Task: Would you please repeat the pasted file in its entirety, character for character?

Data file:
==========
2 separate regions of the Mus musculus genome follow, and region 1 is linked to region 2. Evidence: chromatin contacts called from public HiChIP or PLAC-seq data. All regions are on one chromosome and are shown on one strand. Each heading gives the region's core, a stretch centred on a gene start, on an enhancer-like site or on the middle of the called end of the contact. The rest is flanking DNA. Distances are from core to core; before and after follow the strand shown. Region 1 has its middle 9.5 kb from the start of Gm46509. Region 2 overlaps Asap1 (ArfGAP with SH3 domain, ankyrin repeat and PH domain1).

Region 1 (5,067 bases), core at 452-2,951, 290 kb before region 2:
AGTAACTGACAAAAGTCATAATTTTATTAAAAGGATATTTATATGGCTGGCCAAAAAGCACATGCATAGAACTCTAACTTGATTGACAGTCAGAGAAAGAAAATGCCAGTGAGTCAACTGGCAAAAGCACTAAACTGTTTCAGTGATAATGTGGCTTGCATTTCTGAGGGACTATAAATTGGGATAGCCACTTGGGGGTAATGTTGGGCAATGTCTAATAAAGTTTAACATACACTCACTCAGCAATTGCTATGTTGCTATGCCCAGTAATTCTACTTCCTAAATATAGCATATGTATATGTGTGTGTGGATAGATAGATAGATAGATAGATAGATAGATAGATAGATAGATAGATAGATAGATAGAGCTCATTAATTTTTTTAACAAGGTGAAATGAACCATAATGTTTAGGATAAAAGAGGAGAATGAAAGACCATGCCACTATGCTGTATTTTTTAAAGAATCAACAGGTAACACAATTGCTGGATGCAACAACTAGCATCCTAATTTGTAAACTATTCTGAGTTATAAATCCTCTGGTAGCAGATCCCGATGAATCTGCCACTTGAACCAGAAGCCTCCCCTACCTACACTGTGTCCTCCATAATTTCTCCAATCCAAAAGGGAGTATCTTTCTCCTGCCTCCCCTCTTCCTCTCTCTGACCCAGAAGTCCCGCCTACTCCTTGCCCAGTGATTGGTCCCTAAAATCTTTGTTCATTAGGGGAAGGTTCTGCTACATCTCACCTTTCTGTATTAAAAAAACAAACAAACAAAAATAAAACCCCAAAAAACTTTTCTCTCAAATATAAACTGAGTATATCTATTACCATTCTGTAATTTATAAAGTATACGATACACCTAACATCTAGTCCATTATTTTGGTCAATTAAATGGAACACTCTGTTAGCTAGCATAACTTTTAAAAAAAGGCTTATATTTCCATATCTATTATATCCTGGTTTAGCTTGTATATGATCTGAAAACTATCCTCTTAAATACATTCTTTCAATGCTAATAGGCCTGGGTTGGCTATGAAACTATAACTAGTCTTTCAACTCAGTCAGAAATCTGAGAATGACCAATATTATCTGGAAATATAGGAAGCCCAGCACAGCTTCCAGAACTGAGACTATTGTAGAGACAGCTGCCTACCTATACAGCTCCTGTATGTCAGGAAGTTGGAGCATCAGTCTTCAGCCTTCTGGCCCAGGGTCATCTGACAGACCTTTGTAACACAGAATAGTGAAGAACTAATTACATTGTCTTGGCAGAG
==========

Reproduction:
2 separate regions of the Mus musculus genome follow, and region 1 is linked to region 2. Evidence: chromatin contacts called from public HiChIP or PLAC-seq data. All regions are on one chromosome and are shown on one strand. Each heading gives the region's core, a stretch centred on a gene start, on an enhancer-like site or on the middle of the called end of the contact. The rest is flanking DNA. Distances are from core to core; before and after follow the strand shown. Region 1 has its middle 9.5 kb from the start of Gm46509. Region 2 overlaps Asap1 (ArfGAP with SH3 domain, ankyrin repeat and PH domain1).

Region 1 (5,067 bases), core at 452-2,951, 290 kb before region 2:
AGTAACTGACAAAAGTCATAATTTTATTAAAAGGATATTTATATGGCTGGCCAAAAAGCACATGCATAGAACTCTAACTTGATTGACAGTCAGAGAAAGAAAATGCCAGTGAGTCAACTGGCAAAAGCACTAAACTGTTTCAGTGATAATGTGGCTTGCATTTCTGAGGGACTATAAATTGGGATAGCCACTTGGGGGTAATGTTGGGCAATGTCTAATAAAGTTTAACATACACTCACTCAGCAATTGCTATGTTGCTATGCCCAGTAATTCTACTTCCTAAATATAGCATATGTATATGTGTGTGTGGATAGATAGATAGATAGATAGATAGATAGATAGATAGATAGATAGATAGATAGATAGAGCTCATTAATTTTTTTAACAAGGTGAAATGAACCATAATGTTTAGGATAAAAGAGGAGAATGAAAGACCATGCCACTATGCTGTATTTTTTAAAGAATCAACAGGTAACACAATTGCTGGATGCAACAACTAGCATCCTAATTTGTAAACTATTCTGAGTTATAAATCCTCTGGTAGCAGATCCCGATGAATCTGCCACTTGAACCAGAAGCCTCCCCTACCTACACTGTGTCCTCCATAATTTCTCCAATCCAAAAGGGAGTATCTTTCTCCTGCCTCCCCTCTTCCTCTCTCTGACCCAGAAGTCCCGCCTACTCCTTGCCCAGTGATTGGTCCCTAAAATCTTTGTTCATTAGGGGAAGGTTCTGCTACATCTCACCTTTCTGTATTAAAAAAACAAACAAACAAAAATAAAACCCCAAAAAACTTTTCTCTCAAATATAAACTGAGTATATCTATTACCATTCTGTAATTTATAAAGTATACGATACACCTAACATCTAGTCCATTATTTTGGTCAATTAAATGGAACACTCTGTTAGCTAGCATAACTTTTAAAAAAAGGCTTATATTTCCATATCTATTATATCCTGGTTTAGCTTGTATATGATCTGAAAACTATCCTCTTAAATACATTCTTTCAATGCTAATAGGCCTGGGTTGGCTATGAAACTATAACTAGTCTTTCAACTCAGTCAGAAATCTGAGAATGACCAATATTATCTGGAAATATAGGAAGCCCAGCACAGCTTCCAGAACTGAGACTATTGTAGAGACAGCTGCCTACCTATACAGCTCCTGTATGTCAGGAAGTTGGAGCATCAGTCTTCAGCCTTCTGGCCCAGGGTCATCTGACAGACCTTTGTAACACAGAATAGTGAAGAACTAATTACATTGTCTTGGCAGAG